Love Lost, Love Found in ‘The Last Five Years’ at WaterTower Theatre - NBC 5 Dallas-Fort Worth

Love Lost, Love Found in ‘The Last Five Years’ at WaterTower Theatre

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    Love Lost, Love Found in ‘The Last Five Years’ at WaterTower Theatre
    Evan Michael Woods
    Seth Womack and Monique Abry in 'The Last Five Years.'

    There is a wedding in The Last Five Years, now playing at WaterTower Theatre in Addison through July 1, but instead of being the fairytale ending, it’s in the middle of the show.

    Jason Robert Brown’s 2001 musical traces the five-year romantic relationship of Jamie and Cathy, from the hopeful beginning to divorce. Brown twists the show’s perspective by having Jamie tell his story from the beginning of the relationship to the end while Cathy tells her story in reverse chronological order.

    The two characters meet in the middle at their engagement and wedding. “That seemingly simple conceit, I think, is why people are really engaged because we’re able to see it from both sides at the same time versus feeling like you’re only getting one person’s perspective. There are two protagonists in this show,” Kelsey Leigh Ervi, the show’s director, said.

    In contrast to many musicals, this show is about flawed people navigating a modern romantic relationship. “It’s not about the ‘Oh, we’ve overcome everything and now we’re married and now life is open ahead of us.’ We know what happens at the beginning, so it becomes about the journey there and how these two people changed and grew despite the relationship,” Adam C. Wright, the show’s musical director, said.

    The musical investigates the personal development each character experiences during this chapter of their lives. Divorce is not a failure; it’s an evolution of the individual.

    “It’s more about the sustained validity of their relationship despite the fact that it has ended. That their relationship and that these feelings they feel and these experiences they had together are still valid and important and they changed each other. There was a lot of love in this relationship and there was a lot of loneliness,” Ervi said. “That makes this show different from other musicals in that it truly shows the inner conflict these two people are experiencing.”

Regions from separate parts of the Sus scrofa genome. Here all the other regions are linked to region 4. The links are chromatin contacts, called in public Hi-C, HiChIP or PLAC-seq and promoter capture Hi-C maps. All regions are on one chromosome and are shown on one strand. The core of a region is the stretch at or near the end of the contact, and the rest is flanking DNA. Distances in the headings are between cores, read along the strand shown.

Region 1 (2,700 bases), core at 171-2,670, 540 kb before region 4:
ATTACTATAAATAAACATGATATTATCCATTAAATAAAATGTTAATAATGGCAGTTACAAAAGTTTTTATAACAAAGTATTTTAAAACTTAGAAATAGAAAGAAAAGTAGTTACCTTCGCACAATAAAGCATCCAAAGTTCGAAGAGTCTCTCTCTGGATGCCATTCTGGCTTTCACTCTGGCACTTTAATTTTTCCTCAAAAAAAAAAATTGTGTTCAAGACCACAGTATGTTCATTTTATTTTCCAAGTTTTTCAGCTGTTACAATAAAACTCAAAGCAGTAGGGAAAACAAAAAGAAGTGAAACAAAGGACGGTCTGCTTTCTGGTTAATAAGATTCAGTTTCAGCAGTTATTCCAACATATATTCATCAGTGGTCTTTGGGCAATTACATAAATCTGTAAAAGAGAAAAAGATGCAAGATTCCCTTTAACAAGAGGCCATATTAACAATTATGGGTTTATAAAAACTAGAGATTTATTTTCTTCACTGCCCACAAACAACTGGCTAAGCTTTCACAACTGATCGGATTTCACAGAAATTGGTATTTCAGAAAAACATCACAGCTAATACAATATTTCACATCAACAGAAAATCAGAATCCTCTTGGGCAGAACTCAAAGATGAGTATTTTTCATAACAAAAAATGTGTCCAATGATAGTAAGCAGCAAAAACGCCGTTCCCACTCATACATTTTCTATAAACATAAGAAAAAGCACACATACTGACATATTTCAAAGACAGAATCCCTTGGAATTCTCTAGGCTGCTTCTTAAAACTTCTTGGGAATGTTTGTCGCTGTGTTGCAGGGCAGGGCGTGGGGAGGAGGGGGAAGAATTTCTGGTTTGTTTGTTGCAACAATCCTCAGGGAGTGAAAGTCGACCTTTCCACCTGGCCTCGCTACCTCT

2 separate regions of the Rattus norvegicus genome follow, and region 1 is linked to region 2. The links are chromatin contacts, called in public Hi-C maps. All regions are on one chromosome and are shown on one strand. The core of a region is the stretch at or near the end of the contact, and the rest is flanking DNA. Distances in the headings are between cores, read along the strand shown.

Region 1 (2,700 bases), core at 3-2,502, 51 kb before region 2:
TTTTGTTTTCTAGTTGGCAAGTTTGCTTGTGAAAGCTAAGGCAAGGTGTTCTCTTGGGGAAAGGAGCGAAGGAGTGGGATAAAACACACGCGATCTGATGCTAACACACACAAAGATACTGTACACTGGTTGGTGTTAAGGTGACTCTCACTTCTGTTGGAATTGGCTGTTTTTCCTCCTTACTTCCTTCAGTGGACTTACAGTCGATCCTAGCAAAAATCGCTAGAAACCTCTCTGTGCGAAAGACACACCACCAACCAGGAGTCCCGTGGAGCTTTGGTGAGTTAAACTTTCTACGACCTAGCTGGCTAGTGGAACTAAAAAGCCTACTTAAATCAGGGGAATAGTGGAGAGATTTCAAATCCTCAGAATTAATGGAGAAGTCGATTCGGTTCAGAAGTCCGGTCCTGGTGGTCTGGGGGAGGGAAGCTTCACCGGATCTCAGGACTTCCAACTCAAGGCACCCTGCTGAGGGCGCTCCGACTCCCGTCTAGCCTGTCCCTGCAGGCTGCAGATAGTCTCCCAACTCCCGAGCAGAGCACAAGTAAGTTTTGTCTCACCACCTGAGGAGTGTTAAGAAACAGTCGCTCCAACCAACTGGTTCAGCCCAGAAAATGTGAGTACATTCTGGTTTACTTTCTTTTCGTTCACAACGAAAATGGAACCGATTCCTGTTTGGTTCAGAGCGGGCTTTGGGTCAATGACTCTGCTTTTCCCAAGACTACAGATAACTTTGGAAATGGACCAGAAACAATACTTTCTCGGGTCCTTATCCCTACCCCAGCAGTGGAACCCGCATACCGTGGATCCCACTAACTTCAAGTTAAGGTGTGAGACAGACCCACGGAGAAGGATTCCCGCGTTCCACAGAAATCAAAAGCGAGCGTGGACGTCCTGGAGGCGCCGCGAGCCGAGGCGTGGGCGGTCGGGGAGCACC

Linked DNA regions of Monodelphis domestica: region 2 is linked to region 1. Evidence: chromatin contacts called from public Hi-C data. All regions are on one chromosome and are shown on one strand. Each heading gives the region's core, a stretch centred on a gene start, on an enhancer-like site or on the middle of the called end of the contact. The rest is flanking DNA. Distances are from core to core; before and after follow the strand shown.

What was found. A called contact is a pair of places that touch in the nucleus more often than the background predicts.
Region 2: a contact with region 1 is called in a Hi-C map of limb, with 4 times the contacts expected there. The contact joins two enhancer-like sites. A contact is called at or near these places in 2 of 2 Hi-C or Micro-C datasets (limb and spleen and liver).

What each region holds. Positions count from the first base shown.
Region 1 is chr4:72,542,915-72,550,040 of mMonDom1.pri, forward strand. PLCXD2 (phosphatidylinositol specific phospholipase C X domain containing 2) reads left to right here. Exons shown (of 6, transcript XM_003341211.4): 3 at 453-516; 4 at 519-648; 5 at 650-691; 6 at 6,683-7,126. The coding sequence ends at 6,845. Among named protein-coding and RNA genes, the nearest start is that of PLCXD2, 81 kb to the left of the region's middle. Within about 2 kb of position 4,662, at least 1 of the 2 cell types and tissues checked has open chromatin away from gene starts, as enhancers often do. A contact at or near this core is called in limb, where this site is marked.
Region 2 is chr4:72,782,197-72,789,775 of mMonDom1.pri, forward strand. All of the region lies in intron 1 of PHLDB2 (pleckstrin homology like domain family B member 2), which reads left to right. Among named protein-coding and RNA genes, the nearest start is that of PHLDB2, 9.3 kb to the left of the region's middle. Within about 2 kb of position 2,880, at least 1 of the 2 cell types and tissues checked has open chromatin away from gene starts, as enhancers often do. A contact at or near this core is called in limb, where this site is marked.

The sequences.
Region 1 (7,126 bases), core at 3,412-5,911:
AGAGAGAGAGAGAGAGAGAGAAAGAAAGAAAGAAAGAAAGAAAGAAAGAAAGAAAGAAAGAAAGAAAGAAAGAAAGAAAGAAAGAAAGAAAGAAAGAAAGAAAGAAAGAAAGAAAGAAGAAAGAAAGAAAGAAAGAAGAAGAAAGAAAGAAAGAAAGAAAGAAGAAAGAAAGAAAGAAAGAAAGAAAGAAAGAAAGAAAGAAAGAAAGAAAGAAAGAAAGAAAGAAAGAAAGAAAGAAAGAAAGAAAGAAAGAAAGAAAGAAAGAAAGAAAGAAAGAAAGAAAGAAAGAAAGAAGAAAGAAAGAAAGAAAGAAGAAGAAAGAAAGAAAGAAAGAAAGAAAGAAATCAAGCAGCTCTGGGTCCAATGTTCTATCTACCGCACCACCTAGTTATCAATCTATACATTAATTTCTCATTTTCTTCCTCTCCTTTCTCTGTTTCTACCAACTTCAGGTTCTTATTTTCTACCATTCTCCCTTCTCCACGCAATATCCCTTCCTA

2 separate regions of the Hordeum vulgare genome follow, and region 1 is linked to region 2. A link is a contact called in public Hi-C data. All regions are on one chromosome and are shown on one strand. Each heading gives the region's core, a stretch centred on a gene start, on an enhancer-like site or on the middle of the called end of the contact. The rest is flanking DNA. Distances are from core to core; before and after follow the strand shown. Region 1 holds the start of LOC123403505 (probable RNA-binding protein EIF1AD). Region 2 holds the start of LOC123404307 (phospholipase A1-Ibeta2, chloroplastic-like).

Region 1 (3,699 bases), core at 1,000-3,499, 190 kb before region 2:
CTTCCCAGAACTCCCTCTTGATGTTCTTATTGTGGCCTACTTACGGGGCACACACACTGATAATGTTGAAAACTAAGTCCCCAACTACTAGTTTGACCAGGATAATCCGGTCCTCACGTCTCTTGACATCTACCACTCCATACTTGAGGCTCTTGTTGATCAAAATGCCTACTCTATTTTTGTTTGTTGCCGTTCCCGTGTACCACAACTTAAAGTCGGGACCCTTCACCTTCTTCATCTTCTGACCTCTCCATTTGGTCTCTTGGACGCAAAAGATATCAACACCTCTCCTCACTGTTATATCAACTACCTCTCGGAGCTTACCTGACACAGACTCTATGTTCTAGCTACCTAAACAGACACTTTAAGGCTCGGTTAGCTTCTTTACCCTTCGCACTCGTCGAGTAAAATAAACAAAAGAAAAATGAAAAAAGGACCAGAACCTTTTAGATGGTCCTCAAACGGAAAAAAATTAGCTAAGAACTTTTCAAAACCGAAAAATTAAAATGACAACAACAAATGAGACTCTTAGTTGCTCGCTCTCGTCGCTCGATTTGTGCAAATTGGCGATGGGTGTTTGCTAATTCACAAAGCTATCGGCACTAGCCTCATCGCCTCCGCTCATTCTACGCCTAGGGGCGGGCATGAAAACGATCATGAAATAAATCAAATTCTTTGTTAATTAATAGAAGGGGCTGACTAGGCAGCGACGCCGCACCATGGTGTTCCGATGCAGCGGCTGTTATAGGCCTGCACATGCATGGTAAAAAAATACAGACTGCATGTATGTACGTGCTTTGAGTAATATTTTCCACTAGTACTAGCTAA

Jamie, an emerging novelist played by Seth Womack, and Cathy, a hard-working actress played by Monique Abry, contend with communication issues, divergent career trajectories, and changing individual priorities.

    “I think the trick is communication. That’s what we learn in this show is that they have trouble communicating. We can hear both sides. He doesn’t understand what she’s saying and neither does she understand him. It’s like they’re speaking slightly different languages,” Wright said.

    “They start to lose themselves in this relationship,” Ervi said. “They realize, ‘Oh I’ve now lost myself in this. I don’t know who I am anymore. I thought I knew the things I wanted and I’m not getting those things or they’re not the things I thought I wanted. So this must not be the place where I need to be.’”

    The show’s music reflects the emotional highs and lows of this modern romance with complex musical diversity. “All of Jason Robert Brown’s music, but specifically this show, is a really nice mix of big romantic classical elements like Beethoven and Rachmaninoff – very emotional and bombastic. But then he mixes in these contemporary elements: rock and pop and funk and jazz and show tunes, kind of rolling it together to make it his own style,” Wright said.

    Wright often works on traditional romantic musicals, but he relates to contemporary characters like Jamie and Cathy. “I really like having the flawed characters. The love stories that do interest me tend to show up in Sondheim or Adam Guettel shows where the people themselves are also flawed and they’re more real to me, more three-dimensional so I can identify with them more. That helps me play for the actors if I can bond with the characters. I can be a better accompanist,” Wright said.

    The Last Five Years has a cult following, with people on social media asking each other if they are a Cathy or a Jamie. This familiarity is Ervi’s greatest challenge. “I think for me, it’s directing a show that everyone knows,” Ervi said, explaining this production’s staging shows the characters onstage together. “It shows that there’s loneliness in this relationship, that often times these people feel very alone. I think loneliness is a more palpable feeling when you see loneliness exist between two people together. For me, that means seeing them onstage together and seeing how lonely both of them feel next to each other.”

    Inspired by a recent visit to Los Angeles’ Museum of Broken Relationships, Ervi includes objects from the artistic teams’ past relationships on the set, with additional volunteered mementos displayed in the lobby. This musical does not end happily ever after, but that may be the reason it is so beloved. “People like seeing a story that they can relate to,” Wright said. “More people do experience more than one big heartbreak, and this is a show that communicates what that feels like.”

    MORE: WaterTowerTheatre.org